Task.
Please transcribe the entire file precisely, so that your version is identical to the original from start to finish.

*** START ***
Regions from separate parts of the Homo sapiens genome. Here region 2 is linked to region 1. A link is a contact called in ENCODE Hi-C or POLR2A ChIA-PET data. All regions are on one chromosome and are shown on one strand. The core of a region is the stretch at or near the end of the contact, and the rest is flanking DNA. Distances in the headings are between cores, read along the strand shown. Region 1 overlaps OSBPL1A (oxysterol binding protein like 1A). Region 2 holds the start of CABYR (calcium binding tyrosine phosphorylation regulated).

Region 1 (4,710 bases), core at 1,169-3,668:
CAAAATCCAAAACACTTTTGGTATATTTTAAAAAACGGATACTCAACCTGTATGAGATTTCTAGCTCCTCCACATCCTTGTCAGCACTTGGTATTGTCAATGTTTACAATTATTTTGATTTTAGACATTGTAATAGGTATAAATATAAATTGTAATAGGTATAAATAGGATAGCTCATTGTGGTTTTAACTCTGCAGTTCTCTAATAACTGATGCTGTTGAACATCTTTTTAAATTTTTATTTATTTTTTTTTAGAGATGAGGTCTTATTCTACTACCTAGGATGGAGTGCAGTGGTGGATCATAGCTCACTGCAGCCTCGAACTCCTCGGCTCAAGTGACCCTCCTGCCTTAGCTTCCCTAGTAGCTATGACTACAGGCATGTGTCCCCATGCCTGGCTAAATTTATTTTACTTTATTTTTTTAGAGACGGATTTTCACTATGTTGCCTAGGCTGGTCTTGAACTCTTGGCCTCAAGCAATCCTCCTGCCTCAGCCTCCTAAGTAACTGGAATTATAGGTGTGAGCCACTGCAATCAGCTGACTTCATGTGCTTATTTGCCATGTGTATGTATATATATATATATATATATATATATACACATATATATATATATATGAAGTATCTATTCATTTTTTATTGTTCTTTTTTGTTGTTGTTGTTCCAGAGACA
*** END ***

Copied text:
Regions from separate parts of the Homo sapiens genome. Here region 2 is linked to region 1. A link is a contact called in ENCODE Hi-C or POLR2A ChIA-PET data. All regions are on one chromosome and are shown on one strand. The core of a region is the stretch at or near the end of the contact, and the rest is flanking DNA. Distances in the headings are between cores, read along the strand shown. Region 1 overlaps OSBPL1A (oxysterol binding protein like 1A). Region 2 holds the start of CABYR (calcium binding tyrosine phosphorylation regulated).

Region 1 (4,710 bases), core at 1,169-3,668:
CAAAATCCAAAACACTTTTGGTATATTTTAAAAAACGGATACTCAACCTGTATGAGATTTCTAGCTCCTCCACATCCTTGTCAGCACTTGGTATTGTCAATGTTTACAATTATTTTGATTTTAGACATTGTAATAGGTATAAATATAAATTGTAATAGGTATAAATAGGATAGCTCATTGTGGTTTTAACTCTGCAGTTCTCTAATAACTGATGCTGTTGAACATCTTTTTAAATTTTTATTTATTTTTTTTTAGAGATGAGGTCTTATTCTACTACCTAGGATGGAGTGCAGTGGTGGATCATAGCTCACTGCAGCCTCGAACTCCTCGGCTCAAGTGACCCTCCTGCCTTAGCTTCCCTAGTAGCTATGACTACAGGCATGTGTCCCCATGCCTGGCTAAATTTATTTTACTTTATTTTTTTAGAGACGGATTTTCACTATGTTGCCTAGGCTGGTCTTGAACTCTTGGCCTCAAGCAATCCTCCTGCCTCAGCCTCCTAAGTAACTGGAATTATAGGTGTGAGCCACTGCAATCAGCTGACTTCATGTGCTTATTTGCCATGTGTATGTATATATATATATATATATATATATATACACATATATATATATATATGAAGTATCTATTCATTTTTTATTGTTCTTTTTTGTTGTTGTTGTTCCAGAGACA